Can a Lack of Sleep Affect IBS?
Did you know that how well (or poorly) you sleep can impact your IBS symptoms? Yes, a lack of sleep can have a big impact on IBS. It may come as a surprise that your diet is not the only factor affecting gut symptoms like bloating and abdominal pain. But diet is only one (although major) piece of the IBS puzzle.
Several other lifestyle factors can impact IBS symptoms, including sleep. We need to address all of them when trying to find long-term relief from IBS. In a previous blog post, I discussed the importance of the gut-brain connection and how stress can greatly affect our gut. It’s now time to discuss how sleep – or lack of sleep – can impact IBS, and talk about how we can improve our sleep to maximize IBS symptoms management.
Lack of Sleep & IBS Symptoms
We know that poor sleep is quite prevalent in the US, with about one-third of adult Americans suffering from insomnia. In people with IBS, poor sleep is even more common, affecting as many as 50%. Why? We know that gut symptoms can definitely impact sleep. In addition, lack of sleep can increase pain in general as well as stress hormone levels (which in turn impact gut symptoms).
There is also evidence that poor sleep can worsen visceral hypersensitivity (the increased sensitivity of the nerves around the gut, a hallmark of IBS) and gut symptoms, creating a vicious cycle. Indeed, research comparing people with IBS to people who don’t suffer from functional gut disorders showed that poor sleep is correlated with worsened gut symptoms.
Even though they slept more hours per night, people with IBS woke up more frequently during the night and woke up feeling less rested than the “healthy controls”. The higher the number of waking episodes, the worse their abdominal pain and GI distress were the next day. Not surprisingly, poor sleep was also directly linked to lower quality of life and worsened mood.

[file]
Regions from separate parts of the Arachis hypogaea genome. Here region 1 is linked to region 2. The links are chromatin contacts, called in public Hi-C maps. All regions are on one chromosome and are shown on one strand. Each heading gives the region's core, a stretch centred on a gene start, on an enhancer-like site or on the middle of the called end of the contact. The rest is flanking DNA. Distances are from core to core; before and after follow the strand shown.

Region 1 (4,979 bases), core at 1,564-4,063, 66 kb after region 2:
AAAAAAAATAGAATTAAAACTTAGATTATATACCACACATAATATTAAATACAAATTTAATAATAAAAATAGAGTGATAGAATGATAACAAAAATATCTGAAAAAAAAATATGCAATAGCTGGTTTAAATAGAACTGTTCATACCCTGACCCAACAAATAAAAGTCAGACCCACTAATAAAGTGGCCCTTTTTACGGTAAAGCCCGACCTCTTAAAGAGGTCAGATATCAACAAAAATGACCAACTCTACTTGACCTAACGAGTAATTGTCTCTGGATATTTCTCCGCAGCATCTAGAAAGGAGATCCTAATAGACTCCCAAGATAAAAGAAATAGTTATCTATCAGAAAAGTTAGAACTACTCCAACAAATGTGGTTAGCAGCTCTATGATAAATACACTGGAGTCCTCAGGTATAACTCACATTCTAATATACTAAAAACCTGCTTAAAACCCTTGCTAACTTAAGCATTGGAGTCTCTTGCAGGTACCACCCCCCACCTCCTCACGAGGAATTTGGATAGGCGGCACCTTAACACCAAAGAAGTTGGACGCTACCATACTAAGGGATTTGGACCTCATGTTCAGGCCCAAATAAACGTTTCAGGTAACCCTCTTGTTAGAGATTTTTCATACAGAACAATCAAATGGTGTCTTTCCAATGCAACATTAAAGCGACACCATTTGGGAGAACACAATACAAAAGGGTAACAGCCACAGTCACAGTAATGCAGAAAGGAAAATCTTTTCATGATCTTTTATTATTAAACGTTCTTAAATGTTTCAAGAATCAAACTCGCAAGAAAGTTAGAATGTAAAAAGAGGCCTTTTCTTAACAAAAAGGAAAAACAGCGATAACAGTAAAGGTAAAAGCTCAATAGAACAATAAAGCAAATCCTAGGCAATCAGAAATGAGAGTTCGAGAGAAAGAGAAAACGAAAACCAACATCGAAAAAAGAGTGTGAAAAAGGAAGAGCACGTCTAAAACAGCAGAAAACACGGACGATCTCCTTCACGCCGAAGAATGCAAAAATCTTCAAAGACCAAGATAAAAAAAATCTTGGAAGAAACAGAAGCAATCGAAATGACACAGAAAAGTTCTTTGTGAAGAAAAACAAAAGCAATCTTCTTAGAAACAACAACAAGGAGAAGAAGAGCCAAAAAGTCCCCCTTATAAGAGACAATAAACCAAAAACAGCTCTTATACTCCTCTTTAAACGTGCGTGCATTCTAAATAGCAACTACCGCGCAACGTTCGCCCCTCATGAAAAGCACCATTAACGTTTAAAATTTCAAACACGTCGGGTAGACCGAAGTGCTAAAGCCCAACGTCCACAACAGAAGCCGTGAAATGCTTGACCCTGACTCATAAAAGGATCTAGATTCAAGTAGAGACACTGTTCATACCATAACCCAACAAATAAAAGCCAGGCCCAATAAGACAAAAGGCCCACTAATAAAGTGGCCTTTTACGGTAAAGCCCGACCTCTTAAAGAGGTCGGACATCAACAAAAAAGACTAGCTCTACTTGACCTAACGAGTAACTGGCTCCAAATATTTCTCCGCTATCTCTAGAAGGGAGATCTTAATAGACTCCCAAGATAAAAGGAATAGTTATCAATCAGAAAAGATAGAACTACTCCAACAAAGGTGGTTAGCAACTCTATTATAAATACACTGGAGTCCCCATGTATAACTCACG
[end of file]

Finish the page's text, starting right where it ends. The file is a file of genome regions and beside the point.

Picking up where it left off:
5 Tips to Improve Your Sleep
That’s enough bad news. Let’s look at what we can do about improving our sleep. Although the research directly investigating whether improving sleep can be helpful in decreasing IBS symptoms is in its infancy, there is encouraging evidence that it can improve pain in general. As importantly, we know sleep can increase stress hormones like cortisol, and that this is tied to the stress response that can trigger IBS symptoms. Even more encouraging is the fact that there are proven strategies we can use to improve our sleep. Here are a few practical tips.
Tip # 1 – Maintain a regular sleep routine
That’s right, no more staying up past midnight and sleeping in until 10 am on weekends while waking up at 7:00 am Monday-Friday. Ideally, you want to go to bed and wake up approximately at the same time (give and take half an hour). It will help you fall asleep and wake up more easily.
Tip # 2 – Make your bedroom a relaxing environment
Keep your bedroom dark, tidy, and quiet. Lights, clutter, and noise can disrupt your sleep and prevent you from relaxing. The ideal temperature is around 65°F, as our body prefers to fall and stay asleep in cool environments (neither too hot nor too cold). Calming scents, such as lavender, can further help in relaxing the body (you could try an essential oil diffuser).
Tip # 3 – Create a bedtime relaxation ritual
This can help you leave the day behind and unwind before bed. Some ideas include: doing some gentle stretching, listening to relaxing music, taking a warm (but not hot) bath, using a guided meditation app, or reading a (real) book in dim light.
Tip # 4 – Avoid sleep disruptors
Sleep disruptors include:
- Electronics (phone, tablets, computers, television) at least one hour before bed.
- Stimulants: avoid caffeine after 3 pm (for some people even earlier), and consume alcohol no later than 3 hours before going to bed. Although it may make you drowsier, it ultimately affects the quality of your sleep.
- Going to be too full or too hungry. Large meals can cause indigestion, and being hungry can distract you from falling asleep. If needed, have a light snack closer to bedtime.
Tip # 5 – Get some natural light in the morning
A good night of sleep starts in the morning! Whether it’s a short walk or some stretching on your deck or yard, exposing your eyes to natural light soon after you wake up can help reset your body’s internal clock which can make you drowsier at bedtime.
In summary, lack of sleep can affect IBS symptoms. It is important to strive and have enough good quality sleep when trying to find relief from IBS symptoms. I hope this overview may have helped you identify any areas that may need improvement. If your sleeplessness is persistent in spite of your good sleep habits, talk to your doctor for additional expert support.
If you need more help with finding relief from life-disrupting IBS symptoms, let’s chat!